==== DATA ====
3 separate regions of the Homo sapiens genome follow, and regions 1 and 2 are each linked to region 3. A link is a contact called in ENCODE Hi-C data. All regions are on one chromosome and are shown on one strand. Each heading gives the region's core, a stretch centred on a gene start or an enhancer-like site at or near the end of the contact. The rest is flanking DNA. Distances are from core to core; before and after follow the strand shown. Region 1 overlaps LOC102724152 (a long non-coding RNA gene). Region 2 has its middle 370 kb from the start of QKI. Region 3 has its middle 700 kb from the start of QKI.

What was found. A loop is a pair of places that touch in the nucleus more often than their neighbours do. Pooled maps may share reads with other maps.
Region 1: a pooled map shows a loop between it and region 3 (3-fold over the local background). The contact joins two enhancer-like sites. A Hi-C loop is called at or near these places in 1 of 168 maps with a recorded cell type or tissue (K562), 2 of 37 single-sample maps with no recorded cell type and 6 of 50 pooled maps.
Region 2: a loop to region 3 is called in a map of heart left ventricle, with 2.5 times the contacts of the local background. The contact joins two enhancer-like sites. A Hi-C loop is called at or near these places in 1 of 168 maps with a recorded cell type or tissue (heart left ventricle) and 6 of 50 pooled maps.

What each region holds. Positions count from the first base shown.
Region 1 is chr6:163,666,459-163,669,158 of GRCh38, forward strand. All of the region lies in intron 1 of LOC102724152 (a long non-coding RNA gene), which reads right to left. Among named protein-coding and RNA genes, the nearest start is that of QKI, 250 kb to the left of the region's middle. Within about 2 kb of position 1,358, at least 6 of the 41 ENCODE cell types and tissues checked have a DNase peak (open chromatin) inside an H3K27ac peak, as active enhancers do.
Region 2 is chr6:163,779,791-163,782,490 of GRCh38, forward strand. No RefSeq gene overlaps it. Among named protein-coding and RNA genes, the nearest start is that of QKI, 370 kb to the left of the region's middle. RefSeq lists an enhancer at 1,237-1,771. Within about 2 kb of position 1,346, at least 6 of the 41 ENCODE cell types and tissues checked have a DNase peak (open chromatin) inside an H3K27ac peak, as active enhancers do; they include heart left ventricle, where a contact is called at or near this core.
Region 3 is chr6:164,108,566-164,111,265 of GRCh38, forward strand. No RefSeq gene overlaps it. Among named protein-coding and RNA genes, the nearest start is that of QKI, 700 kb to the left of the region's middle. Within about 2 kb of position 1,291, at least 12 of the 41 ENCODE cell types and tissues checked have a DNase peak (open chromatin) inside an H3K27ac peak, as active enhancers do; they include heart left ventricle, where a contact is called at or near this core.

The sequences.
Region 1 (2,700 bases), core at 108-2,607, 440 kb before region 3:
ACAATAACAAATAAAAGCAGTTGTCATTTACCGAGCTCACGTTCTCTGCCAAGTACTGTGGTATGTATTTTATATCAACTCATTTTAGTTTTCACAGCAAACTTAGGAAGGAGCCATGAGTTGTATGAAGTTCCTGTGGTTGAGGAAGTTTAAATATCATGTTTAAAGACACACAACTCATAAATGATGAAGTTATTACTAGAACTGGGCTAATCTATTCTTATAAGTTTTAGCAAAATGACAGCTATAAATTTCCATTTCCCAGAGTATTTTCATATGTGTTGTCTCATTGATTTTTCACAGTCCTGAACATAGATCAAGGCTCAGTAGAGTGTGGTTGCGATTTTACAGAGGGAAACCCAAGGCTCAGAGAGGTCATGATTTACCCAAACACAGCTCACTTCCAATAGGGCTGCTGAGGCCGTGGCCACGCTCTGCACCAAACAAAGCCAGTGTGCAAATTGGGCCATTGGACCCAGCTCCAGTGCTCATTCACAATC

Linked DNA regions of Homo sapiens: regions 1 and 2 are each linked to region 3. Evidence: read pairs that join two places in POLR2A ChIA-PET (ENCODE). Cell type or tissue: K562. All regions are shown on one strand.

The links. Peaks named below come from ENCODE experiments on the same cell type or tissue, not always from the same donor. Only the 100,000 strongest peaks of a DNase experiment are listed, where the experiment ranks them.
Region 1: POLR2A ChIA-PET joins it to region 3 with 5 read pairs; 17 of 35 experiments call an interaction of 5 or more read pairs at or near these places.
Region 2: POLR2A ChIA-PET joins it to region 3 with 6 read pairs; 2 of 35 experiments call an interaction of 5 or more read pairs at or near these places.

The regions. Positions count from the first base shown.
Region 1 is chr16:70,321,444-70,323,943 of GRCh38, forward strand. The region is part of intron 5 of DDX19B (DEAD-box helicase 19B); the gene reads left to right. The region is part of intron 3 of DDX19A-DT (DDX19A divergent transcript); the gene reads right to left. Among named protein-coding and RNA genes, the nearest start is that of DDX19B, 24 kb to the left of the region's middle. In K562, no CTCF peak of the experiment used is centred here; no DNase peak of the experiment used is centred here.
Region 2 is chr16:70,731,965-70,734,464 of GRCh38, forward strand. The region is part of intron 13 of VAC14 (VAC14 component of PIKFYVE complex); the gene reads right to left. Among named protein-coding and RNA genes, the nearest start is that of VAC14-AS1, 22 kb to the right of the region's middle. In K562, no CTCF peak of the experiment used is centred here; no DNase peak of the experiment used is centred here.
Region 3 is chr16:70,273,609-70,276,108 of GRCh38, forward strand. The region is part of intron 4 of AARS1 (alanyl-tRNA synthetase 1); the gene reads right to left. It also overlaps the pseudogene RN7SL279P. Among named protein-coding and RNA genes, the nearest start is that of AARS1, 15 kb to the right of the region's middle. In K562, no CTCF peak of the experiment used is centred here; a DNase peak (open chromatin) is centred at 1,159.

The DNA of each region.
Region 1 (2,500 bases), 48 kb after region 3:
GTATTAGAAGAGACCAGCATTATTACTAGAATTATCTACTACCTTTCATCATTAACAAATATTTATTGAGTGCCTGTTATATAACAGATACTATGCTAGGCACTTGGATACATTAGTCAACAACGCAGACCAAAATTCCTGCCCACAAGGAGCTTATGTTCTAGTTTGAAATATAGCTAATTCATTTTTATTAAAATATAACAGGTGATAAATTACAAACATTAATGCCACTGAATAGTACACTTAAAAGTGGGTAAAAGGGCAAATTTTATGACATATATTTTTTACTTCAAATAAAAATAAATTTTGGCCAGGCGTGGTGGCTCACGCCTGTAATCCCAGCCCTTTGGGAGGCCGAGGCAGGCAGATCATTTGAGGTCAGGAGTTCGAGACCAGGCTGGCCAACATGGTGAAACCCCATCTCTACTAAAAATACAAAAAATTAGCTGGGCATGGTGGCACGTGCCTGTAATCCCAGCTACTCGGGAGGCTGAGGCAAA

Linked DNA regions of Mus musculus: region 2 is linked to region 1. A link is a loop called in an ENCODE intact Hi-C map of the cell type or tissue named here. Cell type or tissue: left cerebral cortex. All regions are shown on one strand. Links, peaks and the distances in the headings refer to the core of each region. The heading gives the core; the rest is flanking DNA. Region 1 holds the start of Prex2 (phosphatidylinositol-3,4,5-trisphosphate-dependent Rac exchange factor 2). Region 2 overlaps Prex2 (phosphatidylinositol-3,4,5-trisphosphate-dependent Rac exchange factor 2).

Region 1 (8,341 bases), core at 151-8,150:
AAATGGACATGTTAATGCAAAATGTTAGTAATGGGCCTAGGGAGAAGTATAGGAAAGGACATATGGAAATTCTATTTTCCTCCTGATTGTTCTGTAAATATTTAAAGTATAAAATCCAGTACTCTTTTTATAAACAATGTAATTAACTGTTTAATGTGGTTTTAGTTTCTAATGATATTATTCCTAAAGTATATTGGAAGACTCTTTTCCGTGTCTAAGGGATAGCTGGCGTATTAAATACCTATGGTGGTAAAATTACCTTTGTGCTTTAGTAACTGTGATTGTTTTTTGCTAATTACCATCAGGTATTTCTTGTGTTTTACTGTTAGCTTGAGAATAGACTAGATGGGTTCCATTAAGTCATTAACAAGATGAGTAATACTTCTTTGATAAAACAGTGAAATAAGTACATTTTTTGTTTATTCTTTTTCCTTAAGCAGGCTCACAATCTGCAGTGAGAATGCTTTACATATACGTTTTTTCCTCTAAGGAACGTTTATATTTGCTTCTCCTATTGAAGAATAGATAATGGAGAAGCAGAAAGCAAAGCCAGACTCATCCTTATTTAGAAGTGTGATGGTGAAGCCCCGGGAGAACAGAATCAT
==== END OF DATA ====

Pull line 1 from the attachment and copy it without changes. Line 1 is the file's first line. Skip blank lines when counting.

3 separate regions of the Homo sapiens genome follow, and regions 1 and 2 are each linked to region 3. A link is a contact called in ENCODE Hi-C data. All regions are on one chromosome and are shown on one strand. Each heading gives the region's core, a stretch centred on a gene start or an enhancer-like site at or near the end of the contact. The rest is flanking DNA. Distances are from core to core; before and after follow the strand shown. Region 1 overlaps LOC102724152 (a long non-coding RNA gene). Region 2 has its middle 370 kb from the start of QKI. Region 3 has its middle 700 kb from the start of QKI.